The managing director of Institutional Risk Analytics talks about banks in the U.S. and Europe
Do the challenges in Europe have a knock-on effect on U.S. banks?
Oh, yes, very much. They've really decapitalized much of the banking system in Europe. You're talking about government-supported banks with almost no private-sector capital, really, in these areas. It's still too dangerous to play there. You don't see entrepreneurs starting new banks in the U.K.
What banks in Europe could be affected negatively?
The state sector is either going to support the banks in the case of France and Germany, or in the case of Ireland and the U.K., they may actually restructure and take apart these banks and then try and entice private equity to come in and help them.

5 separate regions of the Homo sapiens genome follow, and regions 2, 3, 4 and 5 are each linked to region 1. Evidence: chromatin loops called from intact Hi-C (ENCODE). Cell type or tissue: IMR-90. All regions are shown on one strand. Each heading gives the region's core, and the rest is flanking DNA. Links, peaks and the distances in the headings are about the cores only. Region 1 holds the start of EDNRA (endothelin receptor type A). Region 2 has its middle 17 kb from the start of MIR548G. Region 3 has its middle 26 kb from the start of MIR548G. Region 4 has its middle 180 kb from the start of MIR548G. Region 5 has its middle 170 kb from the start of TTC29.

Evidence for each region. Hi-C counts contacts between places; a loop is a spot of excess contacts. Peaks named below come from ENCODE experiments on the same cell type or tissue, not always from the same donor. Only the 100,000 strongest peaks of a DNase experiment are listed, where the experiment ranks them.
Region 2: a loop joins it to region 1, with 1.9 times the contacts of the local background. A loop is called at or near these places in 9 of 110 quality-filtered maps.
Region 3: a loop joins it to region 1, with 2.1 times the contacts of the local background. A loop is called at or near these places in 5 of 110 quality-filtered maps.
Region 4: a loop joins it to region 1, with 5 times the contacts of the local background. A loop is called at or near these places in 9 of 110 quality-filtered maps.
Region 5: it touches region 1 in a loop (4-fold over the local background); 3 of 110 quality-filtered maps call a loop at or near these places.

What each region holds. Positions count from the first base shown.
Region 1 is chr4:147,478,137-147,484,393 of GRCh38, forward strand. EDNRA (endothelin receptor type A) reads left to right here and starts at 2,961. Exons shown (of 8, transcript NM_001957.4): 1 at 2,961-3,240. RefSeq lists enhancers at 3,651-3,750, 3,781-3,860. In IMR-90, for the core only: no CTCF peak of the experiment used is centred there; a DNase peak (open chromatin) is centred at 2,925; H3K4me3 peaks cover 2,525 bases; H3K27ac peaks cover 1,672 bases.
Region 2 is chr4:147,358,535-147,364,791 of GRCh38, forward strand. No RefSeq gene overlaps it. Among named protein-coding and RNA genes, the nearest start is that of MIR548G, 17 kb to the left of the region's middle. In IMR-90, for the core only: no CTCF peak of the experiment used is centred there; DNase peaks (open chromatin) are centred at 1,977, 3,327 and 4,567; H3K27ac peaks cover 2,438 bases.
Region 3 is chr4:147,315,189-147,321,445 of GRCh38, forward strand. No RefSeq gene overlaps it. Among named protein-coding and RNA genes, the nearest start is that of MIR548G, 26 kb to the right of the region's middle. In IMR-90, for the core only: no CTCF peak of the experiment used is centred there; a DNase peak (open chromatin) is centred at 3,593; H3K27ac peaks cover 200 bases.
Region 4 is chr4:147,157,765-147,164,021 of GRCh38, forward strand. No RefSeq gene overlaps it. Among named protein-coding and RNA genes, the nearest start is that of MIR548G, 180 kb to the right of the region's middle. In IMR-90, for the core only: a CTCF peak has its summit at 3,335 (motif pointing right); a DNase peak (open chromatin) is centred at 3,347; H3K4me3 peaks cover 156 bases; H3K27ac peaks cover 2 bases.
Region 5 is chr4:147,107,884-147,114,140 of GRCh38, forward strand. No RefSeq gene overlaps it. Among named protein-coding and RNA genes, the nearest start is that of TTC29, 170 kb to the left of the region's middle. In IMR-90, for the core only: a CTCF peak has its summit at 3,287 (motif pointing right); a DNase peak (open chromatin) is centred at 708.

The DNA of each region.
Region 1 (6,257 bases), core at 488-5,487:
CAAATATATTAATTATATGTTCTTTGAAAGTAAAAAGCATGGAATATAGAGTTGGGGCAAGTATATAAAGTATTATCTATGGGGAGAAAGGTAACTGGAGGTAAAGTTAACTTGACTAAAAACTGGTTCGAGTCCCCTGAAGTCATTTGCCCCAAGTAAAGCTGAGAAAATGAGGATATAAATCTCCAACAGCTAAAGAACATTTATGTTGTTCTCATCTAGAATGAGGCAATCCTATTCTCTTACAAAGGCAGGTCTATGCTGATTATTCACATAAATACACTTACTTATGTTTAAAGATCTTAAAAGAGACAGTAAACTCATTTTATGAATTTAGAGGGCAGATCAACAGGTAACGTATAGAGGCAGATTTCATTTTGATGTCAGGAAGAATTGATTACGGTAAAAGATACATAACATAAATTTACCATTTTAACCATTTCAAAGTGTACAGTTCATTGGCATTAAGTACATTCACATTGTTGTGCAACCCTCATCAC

You're cautious on U.S. banks, too.
You have margin compression. You don't have any pricing power. You don't have a lot of demand, frankly, for bankers, and banks' costs are starting to go up for a variety of reasons.
Do you subscribe to the idea that we are not clearing our markets like we used to? Are we trying to have a pain-free crisis?
Yes, exactly. You buy time with interest rate policy, and we have pushed trillions of dollars worth of subsidies through the banks, but they're still deflating because we are muddling along and unfortunately, you don't get growth. You don't get job creation because the top four banks can't grow, Tom. They've got to retrench.